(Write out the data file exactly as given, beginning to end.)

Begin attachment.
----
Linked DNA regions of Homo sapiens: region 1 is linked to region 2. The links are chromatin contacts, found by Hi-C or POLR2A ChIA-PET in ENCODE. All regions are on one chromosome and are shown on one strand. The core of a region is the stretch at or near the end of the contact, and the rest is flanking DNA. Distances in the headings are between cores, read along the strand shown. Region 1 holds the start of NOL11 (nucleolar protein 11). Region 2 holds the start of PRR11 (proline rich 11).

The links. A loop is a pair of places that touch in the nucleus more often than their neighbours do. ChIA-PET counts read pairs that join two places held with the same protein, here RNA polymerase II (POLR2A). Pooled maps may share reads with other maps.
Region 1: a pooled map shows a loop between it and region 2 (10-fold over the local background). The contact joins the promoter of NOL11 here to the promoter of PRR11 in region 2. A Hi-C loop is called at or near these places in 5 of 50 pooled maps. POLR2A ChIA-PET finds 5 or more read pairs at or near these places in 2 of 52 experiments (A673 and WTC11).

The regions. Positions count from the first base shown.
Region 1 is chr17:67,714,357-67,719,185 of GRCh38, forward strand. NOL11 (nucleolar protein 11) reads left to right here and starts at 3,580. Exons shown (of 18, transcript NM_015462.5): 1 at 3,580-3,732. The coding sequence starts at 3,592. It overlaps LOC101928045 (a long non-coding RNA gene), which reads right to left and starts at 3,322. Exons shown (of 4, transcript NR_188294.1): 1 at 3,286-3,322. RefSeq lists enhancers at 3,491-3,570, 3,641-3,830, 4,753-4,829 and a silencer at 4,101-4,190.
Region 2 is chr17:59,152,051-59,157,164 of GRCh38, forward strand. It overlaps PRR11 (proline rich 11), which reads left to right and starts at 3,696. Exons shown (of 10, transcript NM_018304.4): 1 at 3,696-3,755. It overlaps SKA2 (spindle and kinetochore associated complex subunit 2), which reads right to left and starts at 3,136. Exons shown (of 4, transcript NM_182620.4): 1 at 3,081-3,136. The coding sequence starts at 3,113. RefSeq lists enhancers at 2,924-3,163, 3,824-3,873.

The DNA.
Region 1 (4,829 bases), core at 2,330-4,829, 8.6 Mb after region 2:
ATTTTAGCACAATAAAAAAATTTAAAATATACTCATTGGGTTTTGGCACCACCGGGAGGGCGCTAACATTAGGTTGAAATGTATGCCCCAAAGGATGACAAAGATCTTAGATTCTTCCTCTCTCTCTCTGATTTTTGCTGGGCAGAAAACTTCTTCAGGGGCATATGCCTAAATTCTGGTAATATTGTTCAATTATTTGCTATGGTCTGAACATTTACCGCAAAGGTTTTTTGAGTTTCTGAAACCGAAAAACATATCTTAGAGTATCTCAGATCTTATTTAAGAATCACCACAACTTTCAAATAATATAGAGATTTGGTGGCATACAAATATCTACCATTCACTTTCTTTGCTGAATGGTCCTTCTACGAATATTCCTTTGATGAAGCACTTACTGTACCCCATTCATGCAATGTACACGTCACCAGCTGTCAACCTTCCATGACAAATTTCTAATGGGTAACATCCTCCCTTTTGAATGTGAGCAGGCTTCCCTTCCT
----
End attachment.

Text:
Linked DNA regions of Homo sapiens: region 1 is linked to region 2. The links are chromatin contacts, found by Hi-C or POLR2A ChIA-PET in ENCODE. All regions are on one chromosome and are shown on one strand. The core of a region is the stretch at or near the end of the contact, and the rest is flanking DNA. Distances in the headings are between cores, read along the strand shown. Region 1 holds the start of NOL11 (nucleolar protein 11). Region 2 holds the start of PRR11 (proline rich 11).

The links. A loop is a pair of places that touch in the nucleus more often than their neighbours do. ChIA-PET counts read pairs that join two places held with the same protein, here RNA polymerase II (POLR2A). Pooled maps may share reads with other maps.
Region 1: a pooled map shows a loop between it and region 2 (10-fold over the local background). The contact joins the promoter of NOL11 here to the promoter of PRR11 in region 2. A Hi-C loop is called at or near these places in 5 of 50 pooled maps. POLR2A ChIA-PET finds 5 or more read pairs at or near these places in 2 of 52 experiments (A673 and WTC11).

The regions. Positions count from the first base shown.
Region 1 is chr17:67,714,357-67,719,185 of GRCh38, forward strand. NOL11 (nucleolar protein 11) reads left to right here and starts at 3,580. Exons shown (of 18, transcript NM_015462.5): 1 at 3,580-3,732. The coding sequence starts at 3,592. It overlaps LOC101928045 (a long non-coding RNA gene), which reads right to left and starts at 3,322. Exons shown (of 4, transcript NR_188294.1): 1 at 3,286-3,322. RefSeq lists enhancers at 3,491-3,570, 3,641-3,830, 4,753-4,829 and a silencer at 4,101-4,190.
Region 2 is chr17:59,152,051-59,157,164 of GRCh38, forward strand. It overlaps PRR11 (proline rich 11), which reads left to right and starts at 3,696. Exons shown (of 10, transcript NM_018304.4): 1 at 3,696-3,755. It overlaps SKA2 (spindle and kinetochore associated complex subunit 2), which reads right to left and starts at 3,136. Exons shown (of 4, transcript NM_182620.4): 1 at 3,081-3,136. The coding sequence starts at 3,113. RefSeq lists enhancers at 2,924-3,163, 3,824-3,873.

The DNA.
Region 1 (4,829 bases), core at 2,330-4,829, 8.6 Mb after region 2:
ATTTTAGCACAATAAAAAAATTTAAAATATACTCATTGGGTTTTGGCACCACCGGGAGGGCGCTAACATTAGGTTGAAATGTATGCCCCAAAGGATGACAAAGATCTTAGATTCTTCCTCTCTCTCTCTGATTTTTGCTGGGCAGAAAACTTCTTCAGGGGCATATGCCTAAATTCTGGTAATATTGTTCAATTATTTGCTATGGTCTGAACATTTACCGCAAAGGTTTTTTGAGTTTCTGAAACCGAAAAACATATCTTAGAGTATCTCAGATCTTATTTAAGAATCACCACAACTTTCAAATAATATAGAGATTTGGTGGCATACAAATATCTACCATTCACTTTCTTTGCTGAATGGTCCTTCTACGAATATTCCTTTGATGAAGCACTTACTGTACCCCATTCATGCAATGTACACGTCACCAGCTGTCAACCTTCCATGACAAATTTCTAATGGGTAACATCCTCCCTTTTGAATGTGAGCAGGCTTCCCTTCCT